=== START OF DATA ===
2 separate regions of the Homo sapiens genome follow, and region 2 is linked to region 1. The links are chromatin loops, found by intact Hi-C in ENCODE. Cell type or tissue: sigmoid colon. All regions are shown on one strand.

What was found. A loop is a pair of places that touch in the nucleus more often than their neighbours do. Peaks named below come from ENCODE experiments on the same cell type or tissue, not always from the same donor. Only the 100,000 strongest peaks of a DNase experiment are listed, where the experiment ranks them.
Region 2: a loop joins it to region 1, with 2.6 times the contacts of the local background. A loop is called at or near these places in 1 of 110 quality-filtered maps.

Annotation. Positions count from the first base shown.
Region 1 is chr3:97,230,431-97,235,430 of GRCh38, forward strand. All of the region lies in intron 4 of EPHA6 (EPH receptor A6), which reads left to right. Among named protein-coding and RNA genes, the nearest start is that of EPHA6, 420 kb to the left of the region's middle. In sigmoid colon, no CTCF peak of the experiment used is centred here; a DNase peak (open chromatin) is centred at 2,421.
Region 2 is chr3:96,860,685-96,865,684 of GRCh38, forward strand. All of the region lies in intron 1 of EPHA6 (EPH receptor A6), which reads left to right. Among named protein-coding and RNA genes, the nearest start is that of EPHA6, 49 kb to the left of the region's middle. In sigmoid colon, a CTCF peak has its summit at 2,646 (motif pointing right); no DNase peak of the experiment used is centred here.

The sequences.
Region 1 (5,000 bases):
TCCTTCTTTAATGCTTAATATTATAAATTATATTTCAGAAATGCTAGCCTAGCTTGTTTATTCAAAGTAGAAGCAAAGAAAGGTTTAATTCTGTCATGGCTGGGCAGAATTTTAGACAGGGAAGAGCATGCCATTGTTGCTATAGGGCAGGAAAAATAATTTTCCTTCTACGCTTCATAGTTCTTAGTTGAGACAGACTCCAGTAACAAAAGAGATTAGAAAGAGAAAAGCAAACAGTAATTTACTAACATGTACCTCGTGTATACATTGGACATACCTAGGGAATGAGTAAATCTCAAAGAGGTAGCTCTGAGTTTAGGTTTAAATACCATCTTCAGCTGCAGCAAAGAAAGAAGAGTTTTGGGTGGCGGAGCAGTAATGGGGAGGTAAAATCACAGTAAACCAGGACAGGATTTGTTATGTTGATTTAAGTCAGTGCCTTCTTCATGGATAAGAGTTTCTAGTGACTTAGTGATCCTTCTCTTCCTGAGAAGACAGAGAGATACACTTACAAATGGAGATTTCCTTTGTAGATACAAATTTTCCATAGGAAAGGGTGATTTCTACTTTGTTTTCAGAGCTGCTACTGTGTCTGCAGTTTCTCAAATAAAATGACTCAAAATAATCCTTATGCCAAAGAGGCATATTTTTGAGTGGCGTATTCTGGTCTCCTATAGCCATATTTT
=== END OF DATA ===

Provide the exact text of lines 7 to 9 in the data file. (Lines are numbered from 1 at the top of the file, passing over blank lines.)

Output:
The sequences.
Region 1 (5,000 bases):
TCCTTCTTTAATGCTTAATATTATAAATTATATTTCAGAAATGCTAGCCTAGCTTGTTTATTCAAAGTAGAAGCAAAGAAAGGTTTAATTCTGTCATGGCTGGGCAGAATTTTAGACAGGGAAGAGCATGCCATTGTTGCTATAGGGCAGGAAAAATAATTTTCCTTCTACGCTTCATAGTTCTTAGTTGAGACAGACTCCAGTAACAAAAGAGATTAGAAAGAGAAAAGCAAACAGTAATTTACTAACATGTACCTCGTGTATACATTGGACATACCTAGGGAATGAGTAAATCTCAAAGAGGTAGCTCTGAGTTTAGGTTTAAATACCATCTTCAGCTGCAGCAAAGAAAGAAGAGTTTTGGGTGGCGGAGCAGTAATGGGGAGGTAAAATCACAGTAAACCAGGACAGGATTTGTTATGTTGATTTAAGTCAGTGCCTTCTTCATGGATAAGAGTTTCTAGTGACTTAGTGATCCTTCTCTTCCTGAGAAGACAGAGAGATACACTTACAAATGGAGATTTCCTTTGTAGATACAAATTTTCCATAGGAAAGGGTGATTTCTACTTTGTTTTCAGAGCTGCTACTGTGTCTGCAGTTTCTCAAATAAAATGACTCAAAATAATCCTTATGCCAAAGAGGCATATTTTTGAGTGGCGTATTCTGGTCTCCTATAGCCATATTTT